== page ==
Daring Bakers’: Schichttorte

The January 2014 Daring Bakers’ challenge was hosted by Francijn of “Koken in de Brouwerij.” She challenged us all to bake layered cakes in the tradition of Baumkuchen (tree cake) and Schichttorte (layered cake).   And many of the Daring Bakers took the challenge and ran with it.  Versions ranged from the provided recipe, which contained marzipan to alternating chocolate vanilla versions, chocolate-orange versions, and everything in between.  Me, I opted to do a lemon cake with a lemon cream cheese glaze topped off with a sprig of rosemary.

And…yeah…okay.  I cheated.  I used a–mm hmm– a cake mix.  There, I said it.  All of the cooking and baking I’ve done lately– risotto, arancini. cinnamon rolls (twice– I know, I know), stuffed and baked manicotti, and even a mile-high lemon meringue pie– and I just didn’t have it in me to whip and beat one more thing.  And since the challenge was the method and not the recipe, I opted for the easy way out.  But I did make my own glaze.  That makes it okay, right?

The method, while a bit time-consuming, wasn’t all that difficult.  Pour a little of the batter in a pan and bake it at a really high temperature for a really short amount of time, and then do it all over again nine to eleven more times.  The result is several very thin layers of cake.  Many of the final Bakers’ results were stunning to say the least.  My layers were a little more subtle.  They were there, but you had to look for them.  Next time maybe a layer  of vanilla batter and a layer of lemon batter.  Or perhaps, I shouldn’t use a cake mix.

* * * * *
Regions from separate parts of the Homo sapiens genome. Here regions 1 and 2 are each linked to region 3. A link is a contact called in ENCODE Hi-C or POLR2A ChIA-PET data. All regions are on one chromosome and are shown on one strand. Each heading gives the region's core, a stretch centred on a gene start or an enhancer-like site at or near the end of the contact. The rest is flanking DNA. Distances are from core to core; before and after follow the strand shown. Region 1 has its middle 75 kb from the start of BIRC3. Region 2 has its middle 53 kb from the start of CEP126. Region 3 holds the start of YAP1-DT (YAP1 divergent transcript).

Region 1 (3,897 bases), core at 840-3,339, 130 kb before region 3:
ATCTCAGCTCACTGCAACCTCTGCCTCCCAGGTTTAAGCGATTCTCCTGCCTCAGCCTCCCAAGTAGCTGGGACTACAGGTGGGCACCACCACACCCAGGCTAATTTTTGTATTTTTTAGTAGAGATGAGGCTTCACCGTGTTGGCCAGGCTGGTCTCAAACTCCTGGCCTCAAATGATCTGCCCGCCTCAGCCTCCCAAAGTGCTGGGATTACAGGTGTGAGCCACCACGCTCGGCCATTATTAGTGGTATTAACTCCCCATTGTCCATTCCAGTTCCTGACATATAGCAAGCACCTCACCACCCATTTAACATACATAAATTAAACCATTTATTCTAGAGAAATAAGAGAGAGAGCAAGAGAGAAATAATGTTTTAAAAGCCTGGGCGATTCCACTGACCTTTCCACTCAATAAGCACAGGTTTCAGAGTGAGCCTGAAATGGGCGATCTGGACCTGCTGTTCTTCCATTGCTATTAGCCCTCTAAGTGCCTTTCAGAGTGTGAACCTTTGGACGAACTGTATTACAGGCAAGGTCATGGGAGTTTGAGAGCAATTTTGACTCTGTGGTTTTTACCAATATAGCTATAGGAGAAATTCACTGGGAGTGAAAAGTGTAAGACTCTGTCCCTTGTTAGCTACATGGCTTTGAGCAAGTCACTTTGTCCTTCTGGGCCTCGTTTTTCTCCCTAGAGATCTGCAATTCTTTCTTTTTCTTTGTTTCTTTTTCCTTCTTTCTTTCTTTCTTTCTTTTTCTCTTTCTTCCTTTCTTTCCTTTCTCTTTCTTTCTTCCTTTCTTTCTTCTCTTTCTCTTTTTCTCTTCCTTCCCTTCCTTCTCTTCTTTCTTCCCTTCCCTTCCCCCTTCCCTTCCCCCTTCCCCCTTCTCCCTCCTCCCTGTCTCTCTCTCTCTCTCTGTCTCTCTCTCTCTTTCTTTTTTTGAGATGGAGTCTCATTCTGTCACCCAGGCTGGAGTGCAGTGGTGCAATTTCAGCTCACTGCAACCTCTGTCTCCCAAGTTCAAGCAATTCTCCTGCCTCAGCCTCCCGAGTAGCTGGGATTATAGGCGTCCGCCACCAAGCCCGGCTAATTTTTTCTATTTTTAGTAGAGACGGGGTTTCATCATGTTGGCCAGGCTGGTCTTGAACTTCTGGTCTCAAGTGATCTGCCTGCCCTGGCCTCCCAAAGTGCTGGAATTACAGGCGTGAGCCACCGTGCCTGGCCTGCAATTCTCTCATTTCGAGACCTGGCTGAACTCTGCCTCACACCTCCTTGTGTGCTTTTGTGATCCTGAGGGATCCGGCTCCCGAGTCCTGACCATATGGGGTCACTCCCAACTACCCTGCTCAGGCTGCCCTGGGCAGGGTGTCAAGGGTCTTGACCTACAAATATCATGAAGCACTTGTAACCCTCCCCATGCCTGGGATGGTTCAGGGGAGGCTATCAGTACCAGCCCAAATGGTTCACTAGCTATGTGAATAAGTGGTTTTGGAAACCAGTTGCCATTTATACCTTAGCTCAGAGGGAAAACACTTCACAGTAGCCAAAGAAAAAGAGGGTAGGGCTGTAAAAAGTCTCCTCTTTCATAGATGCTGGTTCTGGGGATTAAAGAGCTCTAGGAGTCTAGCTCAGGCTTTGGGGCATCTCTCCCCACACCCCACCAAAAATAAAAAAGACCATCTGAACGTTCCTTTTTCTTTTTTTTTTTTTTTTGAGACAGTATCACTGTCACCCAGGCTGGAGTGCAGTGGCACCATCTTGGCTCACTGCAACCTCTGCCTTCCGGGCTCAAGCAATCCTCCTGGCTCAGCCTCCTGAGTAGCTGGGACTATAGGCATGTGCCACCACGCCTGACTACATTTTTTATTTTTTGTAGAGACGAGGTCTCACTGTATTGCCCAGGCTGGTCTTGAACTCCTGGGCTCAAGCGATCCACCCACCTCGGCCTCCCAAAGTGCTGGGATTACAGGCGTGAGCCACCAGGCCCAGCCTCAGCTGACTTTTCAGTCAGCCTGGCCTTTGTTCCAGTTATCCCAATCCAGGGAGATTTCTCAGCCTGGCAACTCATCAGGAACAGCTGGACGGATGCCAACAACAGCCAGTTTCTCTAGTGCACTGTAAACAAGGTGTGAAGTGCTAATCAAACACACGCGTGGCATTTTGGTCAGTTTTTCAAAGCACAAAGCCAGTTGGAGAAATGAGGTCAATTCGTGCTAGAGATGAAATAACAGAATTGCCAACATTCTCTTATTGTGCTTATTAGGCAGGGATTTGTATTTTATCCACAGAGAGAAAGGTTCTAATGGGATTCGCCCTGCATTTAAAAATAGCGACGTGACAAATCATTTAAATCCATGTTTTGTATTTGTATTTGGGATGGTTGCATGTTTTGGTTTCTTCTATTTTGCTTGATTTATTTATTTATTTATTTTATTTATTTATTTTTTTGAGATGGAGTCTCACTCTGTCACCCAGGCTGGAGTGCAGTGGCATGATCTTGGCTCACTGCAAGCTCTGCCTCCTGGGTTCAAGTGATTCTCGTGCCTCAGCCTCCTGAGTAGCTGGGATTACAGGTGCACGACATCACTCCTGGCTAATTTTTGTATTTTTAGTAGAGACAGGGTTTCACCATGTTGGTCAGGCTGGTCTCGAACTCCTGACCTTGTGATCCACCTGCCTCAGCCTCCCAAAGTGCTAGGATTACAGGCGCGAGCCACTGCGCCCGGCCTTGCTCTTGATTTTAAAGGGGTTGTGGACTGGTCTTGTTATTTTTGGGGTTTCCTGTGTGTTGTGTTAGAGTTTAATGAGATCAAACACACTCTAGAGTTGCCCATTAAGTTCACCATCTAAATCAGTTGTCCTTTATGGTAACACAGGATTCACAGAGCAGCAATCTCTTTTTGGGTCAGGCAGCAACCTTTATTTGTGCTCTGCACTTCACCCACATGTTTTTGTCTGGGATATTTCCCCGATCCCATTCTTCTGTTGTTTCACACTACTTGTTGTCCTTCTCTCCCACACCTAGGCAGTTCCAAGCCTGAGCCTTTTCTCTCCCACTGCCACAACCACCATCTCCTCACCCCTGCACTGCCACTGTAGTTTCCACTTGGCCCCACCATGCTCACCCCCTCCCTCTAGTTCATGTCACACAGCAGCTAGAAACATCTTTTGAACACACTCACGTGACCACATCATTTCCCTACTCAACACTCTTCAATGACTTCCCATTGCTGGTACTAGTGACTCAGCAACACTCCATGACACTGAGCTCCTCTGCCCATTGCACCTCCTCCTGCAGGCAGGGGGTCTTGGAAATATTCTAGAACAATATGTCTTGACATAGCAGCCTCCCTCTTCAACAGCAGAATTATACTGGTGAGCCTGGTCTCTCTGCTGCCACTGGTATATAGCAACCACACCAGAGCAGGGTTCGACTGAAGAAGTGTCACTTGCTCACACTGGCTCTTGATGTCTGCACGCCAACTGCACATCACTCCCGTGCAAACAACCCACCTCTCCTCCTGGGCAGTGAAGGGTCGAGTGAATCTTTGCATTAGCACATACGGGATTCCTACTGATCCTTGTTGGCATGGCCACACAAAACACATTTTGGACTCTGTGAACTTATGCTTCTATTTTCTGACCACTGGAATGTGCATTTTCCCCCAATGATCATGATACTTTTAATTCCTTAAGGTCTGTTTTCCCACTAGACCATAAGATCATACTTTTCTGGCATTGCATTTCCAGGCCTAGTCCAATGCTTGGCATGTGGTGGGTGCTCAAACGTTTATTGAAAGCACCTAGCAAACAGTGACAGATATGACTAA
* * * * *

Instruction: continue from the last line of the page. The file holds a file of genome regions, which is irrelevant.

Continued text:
I am hanging my head in shame.  Of course, it’s hovering over a plate of deliciousness.  Shameful deliciousness that wouldn’t be as good as homemade.  But still.

NOTE:  This was supposed to go up on January 27th, and I had this almost typed for reveal day. Then I got the flu.  Not quite as fun as making the cake was.

Lemon Schichttorte

Ingredients:

Cake:

1 box Duncan Hines Lemon Cake Mix

2 large eggs

1 cup water

1/3 cup oil

Glaze:

2 oz. cream cheese, room temperature

1  cup powdered sugar

1 tsp. lemon zest

1 tbsp. fresh lemon juice, more if needed

1 sprig rosemary (optional)

Directions:

Pre-heat the oven to 450 degrees F.  So very hot, but it worked.

Prepare a 10-inch spring form pan, spraying the insides with cooking spray (or whatever it is you use to make your cakes not stick).  Make sure that your pan is safe to use in a high temperature oven.  The same goes if you decide to use parchment paper.  Some aren’t safe to use over certain temperatures and can catch fire in the oven.

Combine the cake mix, eggs, oil, and water in a mixing bowl.

Mix it however you mix your boxed cake mix.  I used a hand mixer for mine, following package instructions.

Now you have to do a little math.  Determine how much batter you have and how many layers you want.  I ended up with approximately 5 cups of batter, so I opted to use 1/2 cups of batter for each layer.  This gave me approximately 10 layers, though the 10th layer was very thin due to lost batter along the way (not to fingers, just natural drippage).